So, I was “always thinking” about my big question: What’s going to come back to Georgia with me? There’s the stack of cards from the iCenter for Israel programming. The dance-it-out Shema. The slamming of poetry. The concept of audacious hospitality. The inspiration of every person’s voice in a service attended by 5000 people.
The day after Biennial, I was back at Davis, and meeting with the 3rd graders for Tefillah.
What’s the biggest service you’ve been to?
Was it Yom Kippur? Rosh Hashanah? A bar or bat mitzvah?
I went to services with FIVE thousand people.
Five thousand people.
Five thousand voices.
Every voice matters – your voice matters.
I hope, if nothing else, that I never stop thinking, that WE never stop thinking, and that the Coleman and Davis campers that I teach, directly or indirectly, are always thinking. Always thinking about who and why they are. And always thinking that every voice matters.
Discussions such as the chatter above were floating around the Davis Academy Middle School before experiential Tefillah last Monday morning. Tefillahpolooza featured the prayerful stylings of 13 different teachers. It included teachers both Jewish and non-Jewish, academic and dramatic, texty and crafty. There was something for every multiple intelligence: songwriting, sports, movies, drumming, dramatics, photography, meditation, Torah and gratitude were all covered.
So how did this come to be? As the Nadiv Educator at the Davis Academy, I’m part of a dynamic Judaic Studies team. We work together and spend plenty of time pondering and discussing (as, of course, is tradition) how to make Tefillah engaging for our students. Tefillahpolooza was piloted – and enjoyed – last year, so this year, we turned it up to 13, so to speak. Thirteen teachers were lined up to do something instead of last year’s seven. We tapped teachers from many different departments and three administrators took time to facilitate sessions. It was all in at the Davis Academy, and the options were delicious:
- Banging on Things (Drumming & Spirituality)
- Judaism is Texty (Literature, Movies & Religion)
- Our hiSTORY (Storytelling & Judaism)
- Spirits Soar & Spirits Roar (Slam Poetry & God)
- Make Note, Give Notes (Gratitude & Attitude)
- A Day in the Post-Life (Chaye Sarah Parsha Discussion)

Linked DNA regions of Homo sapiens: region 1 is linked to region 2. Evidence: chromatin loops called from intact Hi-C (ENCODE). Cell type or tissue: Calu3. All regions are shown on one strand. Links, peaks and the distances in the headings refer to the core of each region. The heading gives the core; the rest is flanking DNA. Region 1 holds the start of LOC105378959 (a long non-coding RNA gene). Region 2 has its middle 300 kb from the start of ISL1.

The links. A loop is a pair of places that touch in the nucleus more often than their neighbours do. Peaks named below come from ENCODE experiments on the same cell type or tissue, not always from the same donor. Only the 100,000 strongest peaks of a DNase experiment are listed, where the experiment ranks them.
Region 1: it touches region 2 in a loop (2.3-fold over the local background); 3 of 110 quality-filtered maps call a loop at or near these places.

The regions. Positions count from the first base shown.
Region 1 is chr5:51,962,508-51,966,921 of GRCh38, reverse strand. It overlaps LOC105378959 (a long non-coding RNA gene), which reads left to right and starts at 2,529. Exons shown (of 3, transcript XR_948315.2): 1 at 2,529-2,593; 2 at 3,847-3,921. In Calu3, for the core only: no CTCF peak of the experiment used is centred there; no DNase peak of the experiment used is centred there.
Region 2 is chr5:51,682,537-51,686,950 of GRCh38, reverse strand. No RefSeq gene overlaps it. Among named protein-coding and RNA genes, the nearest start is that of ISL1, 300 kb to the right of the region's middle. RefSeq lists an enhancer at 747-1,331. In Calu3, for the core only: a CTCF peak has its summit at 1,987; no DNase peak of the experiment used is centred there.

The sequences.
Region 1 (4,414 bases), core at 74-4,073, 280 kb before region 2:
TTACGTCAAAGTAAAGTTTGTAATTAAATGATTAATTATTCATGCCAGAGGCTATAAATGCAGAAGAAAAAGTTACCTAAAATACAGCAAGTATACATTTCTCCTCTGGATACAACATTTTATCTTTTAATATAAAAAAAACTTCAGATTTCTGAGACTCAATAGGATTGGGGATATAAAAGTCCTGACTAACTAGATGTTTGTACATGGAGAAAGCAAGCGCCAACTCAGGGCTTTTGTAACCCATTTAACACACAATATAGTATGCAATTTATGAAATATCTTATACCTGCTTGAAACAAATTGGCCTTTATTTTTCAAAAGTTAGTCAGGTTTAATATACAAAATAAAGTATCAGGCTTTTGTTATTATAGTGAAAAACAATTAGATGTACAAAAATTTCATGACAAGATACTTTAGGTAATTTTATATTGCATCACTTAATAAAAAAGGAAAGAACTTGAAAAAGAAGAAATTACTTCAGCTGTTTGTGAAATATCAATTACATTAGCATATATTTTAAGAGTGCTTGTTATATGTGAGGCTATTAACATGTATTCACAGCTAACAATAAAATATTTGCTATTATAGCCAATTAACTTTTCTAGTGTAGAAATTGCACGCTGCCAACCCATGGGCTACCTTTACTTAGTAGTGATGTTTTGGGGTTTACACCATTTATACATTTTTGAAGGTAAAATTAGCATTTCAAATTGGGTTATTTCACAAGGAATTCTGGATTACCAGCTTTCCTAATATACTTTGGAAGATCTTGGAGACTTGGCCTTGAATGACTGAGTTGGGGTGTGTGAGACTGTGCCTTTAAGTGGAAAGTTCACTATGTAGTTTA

- Get Up, Stand Up (Active Amidah)
- #PhotoTefillah (Photography & Prayer)
- Meditation Service (Spirituality & Prayer)
- Crafty Judaism (Arts & Judaism)
- Ein Kleine Prayermusik (Music and Prayer)
- What are the #miracles in your life that you are most #thankful 4? (Daily Miracles)
- Sporty Spirituality (Athletics & Spirituality)
What was the result?
For me, it meant sharing some activities I’ve done at camp or the Foundation for Jewish Camp‘s Cornerstone Fellowship (that’s Chana Rothman’s “Banging on Things” and Jon Adam Ross’s “Get Up Stand Up” in the lineup) with colleagues as they developed their own lessons. It meant talking about religion and spirituality with a number of teacher from different faith backgrounds. It meant being consistently wowed by and grateful for the thoughtful colleagues I work with at school.
It means trying to figure out how to expand the service choices given at camp in order to mimic the small-group magic of 20+ kids learning to meditate while sitting on the floor.
It means that gratitude for daily miracles were blowing up on Twitter while a Torah timeline was being sketched in a Language Arts classroom. It meant, for one student, it meant that God was HERE, and he taped that very word to the front of his shirt to prove the point.
It meant, as another student wrote, that s/he “thinks that prayer is a way of communication and kehillah (community).”
It meant that we were formed thusly, for 40 minutes, with 13 choices, over 200 students and teachers, many ways to communicate…and that we were one whole community.
Two quick days.
(Two four-week sessions.)
Middle of the school week.
(Middle of another delicious Georgia summer.)
60+ 8th graders.
(450 3rd-12th graders.)
A handful of faculty.
(Multitudes of young (and not-so-young) trained counselors and specialists.)
(Nearly 40 cabins, filled to capacity.)
An abundance of Hershey’s chocolate bars.
(An abundance of Hershey’s chocolate bars.)